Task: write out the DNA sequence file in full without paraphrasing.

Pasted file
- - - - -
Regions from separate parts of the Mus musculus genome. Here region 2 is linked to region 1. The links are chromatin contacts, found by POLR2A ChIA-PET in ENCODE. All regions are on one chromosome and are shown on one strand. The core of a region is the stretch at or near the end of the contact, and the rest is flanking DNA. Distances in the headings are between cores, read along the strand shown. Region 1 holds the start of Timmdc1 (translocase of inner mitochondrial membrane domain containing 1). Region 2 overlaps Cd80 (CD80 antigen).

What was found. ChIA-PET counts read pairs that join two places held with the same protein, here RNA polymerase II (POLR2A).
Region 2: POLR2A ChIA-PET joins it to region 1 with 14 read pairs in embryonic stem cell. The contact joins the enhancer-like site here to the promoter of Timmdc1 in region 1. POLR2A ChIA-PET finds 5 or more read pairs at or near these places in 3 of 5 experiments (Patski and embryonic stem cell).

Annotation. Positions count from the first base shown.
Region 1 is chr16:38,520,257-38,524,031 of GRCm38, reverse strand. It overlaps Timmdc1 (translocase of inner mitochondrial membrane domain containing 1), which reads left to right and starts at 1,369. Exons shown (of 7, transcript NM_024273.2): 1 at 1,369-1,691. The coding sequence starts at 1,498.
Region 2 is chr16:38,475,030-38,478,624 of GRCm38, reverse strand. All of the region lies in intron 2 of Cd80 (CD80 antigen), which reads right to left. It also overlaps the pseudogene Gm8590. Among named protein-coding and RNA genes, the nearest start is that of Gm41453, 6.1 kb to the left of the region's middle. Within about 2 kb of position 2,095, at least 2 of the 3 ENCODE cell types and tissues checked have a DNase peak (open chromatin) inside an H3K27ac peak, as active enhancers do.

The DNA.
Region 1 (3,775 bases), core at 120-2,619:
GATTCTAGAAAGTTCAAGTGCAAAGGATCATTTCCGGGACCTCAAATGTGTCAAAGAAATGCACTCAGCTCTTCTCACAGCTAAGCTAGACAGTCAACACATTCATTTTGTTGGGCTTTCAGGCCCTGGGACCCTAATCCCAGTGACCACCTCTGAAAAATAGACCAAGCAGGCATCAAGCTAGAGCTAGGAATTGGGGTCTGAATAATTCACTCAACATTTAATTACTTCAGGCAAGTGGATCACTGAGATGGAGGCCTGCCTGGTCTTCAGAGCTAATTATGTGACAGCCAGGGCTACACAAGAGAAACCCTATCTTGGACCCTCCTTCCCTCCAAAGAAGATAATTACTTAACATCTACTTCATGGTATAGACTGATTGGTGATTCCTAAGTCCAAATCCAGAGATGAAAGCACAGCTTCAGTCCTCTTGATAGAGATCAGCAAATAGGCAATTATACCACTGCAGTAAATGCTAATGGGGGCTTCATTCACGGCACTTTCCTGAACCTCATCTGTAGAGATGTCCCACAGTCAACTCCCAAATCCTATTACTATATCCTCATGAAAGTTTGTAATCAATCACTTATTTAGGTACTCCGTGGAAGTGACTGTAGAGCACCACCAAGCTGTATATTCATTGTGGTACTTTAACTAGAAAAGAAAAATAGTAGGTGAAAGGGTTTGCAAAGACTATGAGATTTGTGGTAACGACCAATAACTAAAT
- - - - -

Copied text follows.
Regions from separate parts of the Mus musculus genome. Here region 2 is linked to region 1. The links are chromatin contacts, found by POLR2A ChIA-PET in ENCODE. All regions are on one chromosome and are shown on one strand. The core of a region is the stretch at or near the end of the contact, and the rest is flanking DNA. Distances in the headings are between cores, read along the strand shown. Region 1 holds the start of Timmdc1 (translocase of inner mitochondrial membrane domain containing 1). Region 2 overlaps Cd80 (CD80 antigen).

What was found. ChIA-PET counts read pairs that join two places held with the same protein, here RNA polymerase II (POLR2A).
Region 2: POLR2A ChIA-PET joins it to region 1 with 14 read pairs in embryonic stem cell. The contact joins the enhancer-like site here to the promoter of Timmdc1 in region 1. POLR2A ChIA-PET finds 5 or more read pairs at or near these places in 3 of 5 experiments (Patski and embryonic stem cell).

Annotation. Positions count from the first base shown.
Region 1 is chr16:38,520,257-38,524,031 of GRCm38, reverse strand. It overlaps Timmdc1 (translocase of inner mitochondrial membrane domain containing 1), which reads left to right and starts at 1,369. Exons shown (of 7, transcript NM_024273.2): 1 at 1,369-1,691. The coding sequence starts at 1,498.
Region 2 is chr16:38,475,030-38,478,624 of GRCm38, reverse strand. All of the region lies in intron 2 of Cd80 (CD80 antigen), which reads right to left. It also overlaps the pseudogene Gm8590. Among named protein-coding and RNA genes, the nearest start is that of Gm41453, 6.1 kb to the left of the region's middle. Within about 2 kb of position 2,095, at least 2 of the 3 ENCODE cell types and tissues checked have a DNase peak (open chromatin) inside an H3K27ac peak, as active enhancers do.

The DNA.
Region 1 (3,775 bases), core at 120-2,619:
GATTCTAGAAAGTTCAAGTGCAAAGGATCATTTCCGGGACCTCAAATGTGTCAAAGAAATGCACTCAGCTCTTCTCACAGCTAAGCTAGACAGTCAACACATTCATTTTGTTGGGCTTTCAGGCCCTGGGACCCTAATCCCAGTGACCACCTCTGAAAAATAGACCAAGCAGGCATCAAGCTAGAGCTAGGAATTGGGGTCTGAATAATTCACTCAACATTTAATTACTTCAGGCAAGTGGATCACTGAGATGGAGGCCTGCCTGGTCTTCAGAGCTAATTATGTGACAGCCAGGGCTACACAAGAGAAACCCTATCTTGGACCCTCCTTCCCTCCAAAGAAGATAATTACTTAACATCTACTTCATGGTATAGACTGATTGGTGATTCCTAAGTCCAAATCCAGAGATGAAAGCACAGCTTCAGTCCTCTTGATAGAGATCAGCAAATAGGCAATTATACCACTGCAGTAAATGCTAATGGGGGCTTCATTCACGGCACTTTCCTGAACCTCATCTGTAGAGATGTCCCACAGTCAACTCCCAAATCCTATTACTATATCCTCATGAAAGTTTGTAATCAATCACTTATTTAGGTACTCCGTGGAAGTGACTGTAGAGCACCACCAAGCTGTATATTCATTGTGGTACTTTAACTAGAAAAGAAAAATAGTAGGTGAAAGGGTTTGCAAAGACTATGAGATTTGTGGTAACGACCAATAACTAAAT